Service Dependency and Property

Topics: Web Client Software Factory, UIP Application Block discussion, User Forum
Sep 20, 2007 at 10:28 AM
Hi All

I have two web forms using Service Dependency to access an object to do some operations.
If I have a property in this object and I modify this property value from one web form, will this update shown in another pages also?

regards
Alex

Sep 21, 2007 at 7:37 PM
Hi

I understood what you’re trying as if you want to persist changes in an entity so that they can be reflected in all of your webforms. What you can do is make a service which contains an object of that entity in order to persist it. So, when modifying that object, yes, changes will be reflected in other webforms.

Please let me know if this helps!

Ignacio Baumann Fonay
http://staff.southworks.net/blogs/ibaumann/
Sep 22, 2007 at 2:01 AM
Thanks.

But is this change affect your current session only or it will affect other concurrent user also?

Besides, if I don't want the variable shared by the other webforms but want to use Service Dependency, could I handle in this way?

regards
Alex
Sep 24, 2007 at 9:47 PM
Hi!

Answers inline. =)


hnchan wrote:
Thanks.

But is this change affect your current session only or it will affect other concurrent user also?


It will affect all sessions, as the service leaves in the application context, and does not involve sessions at all.


Besides, if I don't want the variable shared by the other webforms but want to use Service Dependency, could I handle in this way?

regards
Alex


In that case, you could use CreateNew instead of ServiceDependency, if what you are trying to do is make different instances of a class. That way, different webforms would have different instances, and, in consequence, modifications would only be shown in the webforms they were made. These of course will not be automatically persisted between postbacks.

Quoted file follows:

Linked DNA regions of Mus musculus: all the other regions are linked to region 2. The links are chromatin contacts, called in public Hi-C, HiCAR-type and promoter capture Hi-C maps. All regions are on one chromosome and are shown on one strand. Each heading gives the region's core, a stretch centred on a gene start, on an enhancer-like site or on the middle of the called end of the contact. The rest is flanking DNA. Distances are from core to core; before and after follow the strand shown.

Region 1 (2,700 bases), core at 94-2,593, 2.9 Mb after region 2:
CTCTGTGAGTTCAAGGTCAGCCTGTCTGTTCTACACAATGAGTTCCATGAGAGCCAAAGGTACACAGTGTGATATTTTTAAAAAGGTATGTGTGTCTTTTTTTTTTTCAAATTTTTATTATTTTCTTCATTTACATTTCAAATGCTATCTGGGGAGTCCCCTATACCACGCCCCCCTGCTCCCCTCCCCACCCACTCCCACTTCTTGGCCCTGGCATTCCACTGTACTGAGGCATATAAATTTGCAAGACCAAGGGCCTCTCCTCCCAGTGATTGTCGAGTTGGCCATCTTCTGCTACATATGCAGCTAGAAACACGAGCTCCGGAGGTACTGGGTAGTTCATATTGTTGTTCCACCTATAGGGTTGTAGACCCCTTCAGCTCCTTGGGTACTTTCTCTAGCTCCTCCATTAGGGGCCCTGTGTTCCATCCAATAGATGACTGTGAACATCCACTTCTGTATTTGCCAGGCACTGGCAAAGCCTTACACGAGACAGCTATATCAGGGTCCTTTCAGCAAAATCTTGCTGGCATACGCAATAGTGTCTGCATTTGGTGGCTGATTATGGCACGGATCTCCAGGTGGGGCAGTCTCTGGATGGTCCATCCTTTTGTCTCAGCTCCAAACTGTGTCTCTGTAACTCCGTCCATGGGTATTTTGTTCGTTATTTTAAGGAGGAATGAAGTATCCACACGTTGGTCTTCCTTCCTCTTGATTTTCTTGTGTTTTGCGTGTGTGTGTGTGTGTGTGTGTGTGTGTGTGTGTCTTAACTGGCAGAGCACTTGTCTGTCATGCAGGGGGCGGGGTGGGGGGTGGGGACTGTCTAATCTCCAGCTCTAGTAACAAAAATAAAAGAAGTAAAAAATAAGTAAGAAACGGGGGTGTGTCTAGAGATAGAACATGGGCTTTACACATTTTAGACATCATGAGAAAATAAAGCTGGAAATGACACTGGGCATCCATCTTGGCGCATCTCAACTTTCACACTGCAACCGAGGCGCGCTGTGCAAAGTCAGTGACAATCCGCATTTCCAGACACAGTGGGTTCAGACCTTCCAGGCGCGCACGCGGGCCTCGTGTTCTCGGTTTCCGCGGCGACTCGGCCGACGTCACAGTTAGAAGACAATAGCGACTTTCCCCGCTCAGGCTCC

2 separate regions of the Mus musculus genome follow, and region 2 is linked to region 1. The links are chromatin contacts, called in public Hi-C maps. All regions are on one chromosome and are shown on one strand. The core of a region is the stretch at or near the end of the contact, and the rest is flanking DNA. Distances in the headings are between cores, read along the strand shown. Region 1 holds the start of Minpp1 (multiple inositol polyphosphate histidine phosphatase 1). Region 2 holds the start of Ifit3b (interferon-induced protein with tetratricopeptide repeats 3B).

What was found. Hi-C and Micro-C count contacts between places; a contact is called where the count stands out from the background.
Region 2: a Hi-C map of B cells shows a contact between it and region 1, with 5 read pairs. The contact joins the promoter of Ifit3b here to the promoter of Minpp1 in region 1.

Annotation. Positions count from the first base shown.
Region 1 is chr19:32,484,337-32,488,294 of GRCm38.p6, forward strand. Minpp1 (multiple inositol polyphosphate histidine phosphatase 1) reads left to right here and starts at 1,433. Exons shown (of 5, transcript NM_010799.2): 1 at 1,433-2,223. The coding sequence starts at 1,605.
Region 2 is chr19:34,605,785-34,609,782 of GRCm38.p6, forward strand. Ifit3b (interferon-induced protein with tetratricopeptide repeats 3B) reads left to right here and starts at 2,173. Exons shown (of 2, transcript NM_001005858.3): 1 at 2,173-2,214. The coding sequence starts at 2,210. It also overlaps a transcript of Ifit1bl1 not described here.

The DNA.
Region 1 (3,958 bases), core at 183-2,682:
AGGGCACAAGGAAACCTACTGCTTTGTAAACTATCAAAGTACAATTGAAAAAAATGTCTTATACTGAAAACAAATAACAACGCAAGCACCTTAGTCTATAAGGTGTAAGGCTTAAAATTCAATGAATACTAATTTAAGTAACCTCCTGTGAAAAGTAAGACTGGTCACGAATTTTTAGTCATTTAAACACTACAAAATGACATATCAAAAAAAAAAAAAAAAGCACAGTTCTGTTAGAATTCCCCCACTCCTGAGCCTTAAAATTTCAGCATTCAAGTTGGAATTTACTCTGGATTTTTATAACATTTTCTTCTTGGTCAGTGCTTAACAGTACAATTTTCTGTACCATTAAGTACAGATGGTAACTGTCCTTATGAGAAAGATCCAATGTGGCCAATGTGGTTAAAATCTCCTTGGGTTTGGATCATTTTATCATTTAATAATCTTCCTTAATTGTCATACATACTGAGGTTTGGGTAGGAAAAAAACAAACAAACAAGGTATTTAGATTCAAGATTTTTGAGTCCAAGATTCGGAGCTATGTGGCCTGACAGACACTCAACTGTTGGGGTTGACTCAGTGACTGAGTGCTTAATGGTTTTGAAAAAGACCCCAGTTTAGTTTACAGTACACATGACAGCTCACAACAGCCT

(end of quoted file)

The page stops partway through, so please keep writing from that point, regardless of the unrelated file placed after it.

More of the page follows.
If you do not want to specify the concrete type of the object to create (as you do with services) consider checking this post written by (Julian Dominguez) where he creates something called InterfaceDependency:
There is also some work on TypeMapping in WCSF vNext, that will let you inject a different type without the need of this new InterfaceDependency attribute, but it is not out yet.

Please let me know if this helps!

Ignacio Baumann Fonay
http://staff.southworks.net/blogs/ibaumann/
Sep 25, 2007 at 2:55 AM
Thank you very much!!!

BTW, One last question. Is there any big difference for the performance if we create the new object with CreateNew rather the get the service use ServiceDependency?

regards
Alex
Coordinator
Sep 25, 2007 at 7:09 PM


hnchan wrote:
BTW, One last question. Is there any big difference for the performance if we create the new object with CreateNew rather the get the service use ServiceDependency?


Great question.
CreateNew will create a new object on each request, which for things that are request specific, user specific, or session specific is the right thing to do. Of course, things are optimized to minimize the overhead, thanks to some work that ObjectBuilder and its strategies do.

ServiceDependencies live for the lifetime of the application and are shared across sessions/users/etc.

The idea is to use the right one for the right situation. For some things, you really want one object per request. For others, shared objects are OK and desired.

Michael Puleio - patterns & practices
Web – http://msdn.microsoft.com/practices/
Blog – http://blogs.msdn.com/mpuleio/
Sep 25, 2007 at 9:36 PM